In the spirit of culture

In the spirit of culture

October 29, 2009 21:08
3 minute read.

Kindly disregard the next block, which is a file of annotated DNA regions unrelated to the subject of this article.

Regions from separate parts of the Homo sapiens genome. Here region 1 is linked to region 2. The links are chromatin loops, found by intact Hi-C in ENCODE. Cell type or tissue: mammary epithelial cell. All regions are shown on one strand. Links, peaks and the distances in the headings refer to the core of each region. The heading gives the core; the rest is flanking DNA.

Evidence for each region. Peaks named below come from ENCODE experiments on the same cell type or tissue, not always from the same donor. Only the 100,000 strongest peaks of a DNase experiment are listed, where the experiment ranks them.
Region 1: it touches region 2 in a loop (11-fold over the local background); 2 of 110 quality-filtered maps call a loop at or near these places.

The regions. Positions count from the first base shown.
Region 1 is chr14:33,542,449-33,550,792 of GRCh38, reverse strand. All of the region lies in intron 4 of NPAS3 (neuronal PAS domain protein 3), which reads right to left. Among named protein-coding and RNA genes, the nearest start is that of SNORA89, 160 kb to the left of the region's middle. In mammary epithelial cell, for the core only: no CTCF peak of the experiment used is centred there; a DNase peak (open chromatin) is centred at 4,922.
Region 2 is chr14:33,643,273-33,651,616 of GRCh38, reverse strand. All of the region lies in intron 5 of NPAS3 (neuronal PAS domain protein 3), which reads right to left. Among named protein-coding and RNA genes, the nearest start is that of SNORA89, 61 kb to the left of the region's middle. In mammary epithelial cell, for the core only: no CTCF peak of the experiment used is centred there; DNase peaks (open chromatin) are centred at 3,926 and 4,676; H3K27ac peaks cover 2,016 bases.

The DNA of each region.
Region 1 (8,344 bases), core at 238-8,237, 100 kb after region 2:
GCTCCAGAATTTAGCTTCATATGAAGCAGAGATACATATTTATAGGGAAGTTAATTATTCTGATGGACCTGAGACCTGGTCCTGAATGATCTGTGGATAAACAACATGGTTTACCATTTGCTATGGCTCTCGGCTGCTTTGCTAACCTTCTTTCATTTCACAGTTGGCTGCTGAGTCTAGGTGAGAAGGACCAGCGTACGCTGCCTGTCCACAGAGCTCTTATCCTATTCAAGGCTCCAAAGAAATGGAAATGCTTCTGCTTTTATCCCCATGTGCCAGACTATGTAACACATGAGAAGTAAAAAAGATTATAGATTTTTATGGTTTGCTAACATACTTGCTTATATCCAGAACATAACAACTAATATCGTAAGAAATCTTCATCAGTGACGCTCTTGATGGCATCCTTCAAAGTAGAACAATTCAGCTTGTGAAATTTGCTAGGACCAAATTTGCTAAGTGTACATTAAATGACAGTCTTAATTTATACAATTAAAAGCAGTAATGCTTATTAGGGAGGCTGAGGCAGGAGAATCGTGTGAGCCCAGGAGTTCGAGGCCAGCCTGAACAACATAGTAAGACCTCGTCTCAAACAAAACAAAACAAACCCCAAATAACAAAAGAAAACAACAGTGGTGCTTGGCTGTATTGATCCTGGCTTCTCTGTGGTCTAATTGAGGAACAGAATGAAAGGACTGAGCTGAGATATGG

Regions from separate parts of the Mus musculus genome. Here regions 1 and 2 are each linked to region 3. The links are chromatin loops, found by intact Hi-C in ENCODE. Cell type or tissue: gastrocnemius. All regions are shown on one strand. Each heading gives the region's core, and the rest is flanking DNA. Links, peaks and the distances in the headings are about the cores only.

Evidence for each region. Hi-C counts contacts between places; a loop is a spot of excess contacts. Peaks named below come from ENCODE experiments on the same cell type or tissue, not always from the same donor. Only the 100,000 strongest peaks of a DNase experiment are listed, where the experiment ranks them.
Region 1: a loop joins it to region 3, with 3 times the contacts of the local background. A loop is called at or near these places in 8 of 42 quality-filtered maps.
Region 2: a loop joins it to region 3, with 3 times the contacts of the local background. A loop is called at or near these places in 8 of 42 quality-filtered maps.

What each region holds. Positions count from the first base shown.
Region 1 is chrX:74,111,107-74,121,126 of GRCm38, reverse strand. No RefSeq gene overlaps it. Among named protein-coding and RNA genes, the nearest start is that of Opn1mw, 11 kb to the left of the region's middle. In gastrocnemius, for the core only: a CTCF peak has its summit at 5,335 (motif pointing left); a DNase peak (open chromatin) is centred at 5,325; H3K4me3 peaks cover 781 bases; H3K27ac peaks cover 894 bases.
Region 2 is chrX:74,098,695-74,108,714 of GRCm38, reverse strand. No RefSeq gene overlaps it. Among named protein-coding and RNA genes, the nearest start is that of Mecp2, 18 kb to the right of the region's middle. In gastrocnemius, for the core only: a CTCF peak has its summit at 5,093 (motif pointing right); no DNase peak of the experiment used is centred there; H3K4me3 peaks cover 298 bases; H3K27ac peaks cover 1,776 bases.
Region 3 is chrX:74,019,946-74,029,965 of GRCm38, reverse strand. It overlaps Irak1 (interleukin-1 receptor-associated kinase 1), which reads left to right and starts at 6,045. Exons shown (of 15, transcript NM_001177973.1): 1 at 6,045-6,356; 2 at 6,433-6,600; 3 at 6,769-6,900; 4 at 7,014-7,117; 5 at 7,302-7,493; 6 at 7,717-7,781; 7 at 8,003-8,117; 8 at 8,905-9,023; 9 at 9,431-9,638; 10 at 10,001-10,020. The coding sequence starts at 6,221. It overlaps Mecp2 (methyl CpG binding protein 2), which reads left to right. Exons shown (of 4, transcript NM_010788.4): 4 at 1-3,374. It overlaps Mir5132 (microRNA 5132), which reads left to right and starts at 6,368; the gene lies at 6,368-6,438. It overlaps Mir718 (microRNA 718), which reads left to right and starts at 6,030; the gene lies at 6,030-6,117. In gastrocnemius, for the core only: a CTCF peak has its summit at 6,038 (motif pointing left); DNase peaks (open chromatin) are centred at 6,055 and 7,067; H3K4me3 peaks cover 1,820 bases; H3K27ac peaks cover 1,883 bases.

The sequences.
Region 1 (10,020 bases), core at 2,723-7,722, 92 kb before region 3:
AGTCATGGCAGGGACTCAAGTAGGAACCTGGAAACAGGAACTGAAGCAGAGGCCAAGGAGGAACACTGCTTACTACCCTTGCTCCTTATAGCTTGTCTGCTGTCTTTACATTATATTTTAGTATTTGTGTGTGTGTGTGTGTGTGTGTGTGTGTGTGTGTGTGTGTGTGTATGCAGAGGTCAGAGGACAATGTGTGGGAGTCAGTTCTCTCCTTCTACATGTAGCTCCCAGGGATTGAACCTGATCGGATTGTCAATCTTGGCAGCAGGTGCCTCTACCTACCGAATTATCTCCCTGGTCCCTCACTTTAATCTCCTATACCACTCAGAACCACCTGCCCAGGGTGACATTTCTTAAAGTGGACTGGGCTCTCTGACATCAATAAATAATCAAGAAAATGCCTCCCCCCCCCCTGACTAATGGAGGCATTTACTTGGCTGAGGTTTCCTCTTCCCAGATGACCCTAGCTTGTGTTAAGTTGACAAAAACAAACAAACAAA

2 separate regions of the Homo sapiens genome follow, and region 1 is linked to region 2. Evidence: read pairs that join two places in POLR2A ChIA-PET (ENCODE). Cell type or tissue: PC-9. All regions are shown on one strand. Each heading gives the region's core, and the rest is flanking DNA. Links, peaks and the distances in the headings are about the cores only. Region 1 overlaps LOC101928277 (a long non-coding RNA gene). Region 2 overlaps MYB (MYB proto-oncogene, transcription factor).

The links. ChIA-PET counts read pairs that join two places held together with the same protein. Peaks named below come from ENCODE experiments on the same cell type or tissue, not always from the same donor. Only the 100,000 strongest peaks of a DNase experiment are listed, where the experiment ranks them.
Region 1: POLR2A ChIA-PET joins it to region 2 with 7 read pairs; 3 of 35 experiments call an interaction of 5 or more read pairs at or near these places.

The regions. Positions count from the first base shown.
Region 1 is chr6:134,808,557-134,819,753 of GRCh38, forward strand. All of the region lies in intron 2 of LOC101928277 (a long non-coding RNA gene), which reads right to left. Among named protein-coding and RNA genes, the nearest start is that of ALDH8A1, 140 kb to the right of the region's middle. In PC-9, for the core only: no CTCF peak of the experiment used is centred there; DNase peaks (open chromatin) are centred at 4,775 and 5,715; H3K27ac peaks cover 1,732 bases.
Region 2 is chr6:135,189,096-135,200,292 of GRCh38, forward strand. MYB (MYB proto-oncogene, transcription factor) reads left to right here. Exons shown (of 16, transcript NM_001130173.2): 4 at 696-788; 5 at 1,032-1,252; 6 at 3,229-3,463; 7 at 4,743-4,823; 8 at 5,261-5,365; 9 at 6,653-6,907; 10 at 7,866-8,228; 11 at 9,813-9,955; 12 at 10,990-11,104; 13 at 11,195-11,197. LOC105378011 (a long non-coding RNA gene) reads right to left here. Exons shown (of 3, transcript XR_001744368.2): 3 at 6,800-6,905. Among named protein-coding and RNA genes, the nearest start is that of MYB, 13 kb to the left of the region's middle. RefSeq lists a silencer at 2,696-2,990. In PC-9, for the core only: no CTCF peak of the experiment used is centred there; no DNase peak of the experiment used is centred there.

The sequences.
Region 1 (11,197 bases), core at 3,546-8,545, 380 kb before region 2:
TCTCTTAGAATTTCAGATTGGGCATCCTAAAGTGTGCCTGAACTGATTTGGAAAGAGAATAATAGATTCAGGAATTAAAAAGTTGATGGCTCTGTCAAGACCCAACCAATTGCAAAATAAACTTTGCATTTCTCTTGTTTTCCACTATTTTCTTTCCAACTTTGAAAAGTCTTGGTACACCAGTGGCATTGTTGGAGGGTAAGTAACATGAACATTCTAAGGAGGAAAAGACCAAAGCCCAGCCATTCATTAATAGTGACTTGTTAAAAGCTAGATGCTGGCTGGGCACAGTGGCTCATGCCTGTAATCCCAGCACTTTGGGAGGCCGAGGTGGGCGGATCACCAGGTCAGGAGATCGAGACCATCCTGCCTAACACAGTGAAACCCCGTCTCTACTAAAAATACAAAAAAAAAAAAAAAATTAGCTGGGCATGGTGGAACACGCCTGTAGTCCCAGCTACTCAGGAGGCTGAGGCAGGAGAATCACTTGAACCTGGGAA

The Eighth Jewish Music and Theater Festival of Gush Etzion caused a great deal of dissonance within the religious Zionist community. The statistics speak volumes: There are more than 3,000 religious women's theater groups, not including in haredi society, where in some of its more open communities, this phenomenon is also making headway. In the ulpanot (religious girls' high schools), theater or art courses have become a "must," greatly increasing the number of art and drama teachers over the past few years. "We're talking about a revolution," says poet and Kibbutz Kfar Etzion resident Eliaz Cohen, artistic director of the festival in the Gush and co-founder and head of the poetry review Meshiv Haruah and its annual poetry festival. Cultural revolution though it may be, there are more and more signs indicating that whatever is happening to the cultural and artistic landscape of the religious Zionist community, things do not always run smoothly. There is growing concern among the spiritual leaders that things might go too far. "Despite the rabbis' warning not to attend the opening concert of the festival because a woman (Etti Ankri) and a man (Ehud Banai) sang on the same stage, many of the Gush Etzion residents attended Ankri's beautiful - and very modest - concert," wrote Hanna Pinhasi, co-director of the festival and PhD student in gender studies at Bar-Ilan University. Pinhasi wrote in a column on the Ynet news site that she couldn't understand why the rabbis had decided to turn their constituency into sinners by forbidding the concert. "I was there," she wrote. "With God's help, I managed to get one of the last tickets. Faith and music became one on that stage; the secular were raised up to [level of] the holy, and the public felt close to these two artists, so different and yet so close in their spiritual quest. The public, almost exclusively bourgeois religious, seemed eager to take from the two performers some of their deep faith as one would take a flame from a fire, to take some of the faith they found in their art. What fault can the rabbis find in this?" Cohen, a poet who had to find his own way of injecting eros and religion into his poetry, was also concerned. "There is a real and deep thirst for creativity and artistic expression within our society; and while I can understand the concern, I am convinced that nothing will stop this explosion of creativity. This is a real renaissance of our Judaism, this is a revolution; we can see and feel it everywhere." Cohen sounded a little less optimistic three days later when the closing event, scheduled at Tekoa, had to be changed at the last moment, causing disappointment to the large audience that had come to see an exciting spiritual musical evening featuring rock star Berry Sakharof and Tekoa's famous - and some would add controversial - rabbi, Menahem Fruman. Fruman had been studying with Sakharof for a while, and the closeness between the two sparked the idea to include a special performance that would combine music and spiritual discourse. The organizers tried to keep it secret, perhaps to save it as an evening for the residents of the Gush and perhaps also for fear that there would be too much political pressure on the artists not to perform in the "territories." But the secret was not so well kept, and in the end Sakharof didn't show up, leaving his many fans disappointed and even offended. According to the official version given by his managers, the reason was not political but practical: They didn't like the idea that only a few days before his tour to launch his new CD based on four years of work and dedicated to medieval poet Shlomo Ibn-Gvirol, Sakharof would be giving a free performance for an audience, a large part of which was expected to fill the Jerusalem Theater at his concert a week or so later. "Whatever the reason behind the cancellation of Sakharof's performance in Tekoa," says Cohen, "this very program and disc, and all the other performances and creativity inscribed in our Jewish culture and heritage conveyed through each artist are proof that something really big is happening to within our community, and that's the most important issue here."

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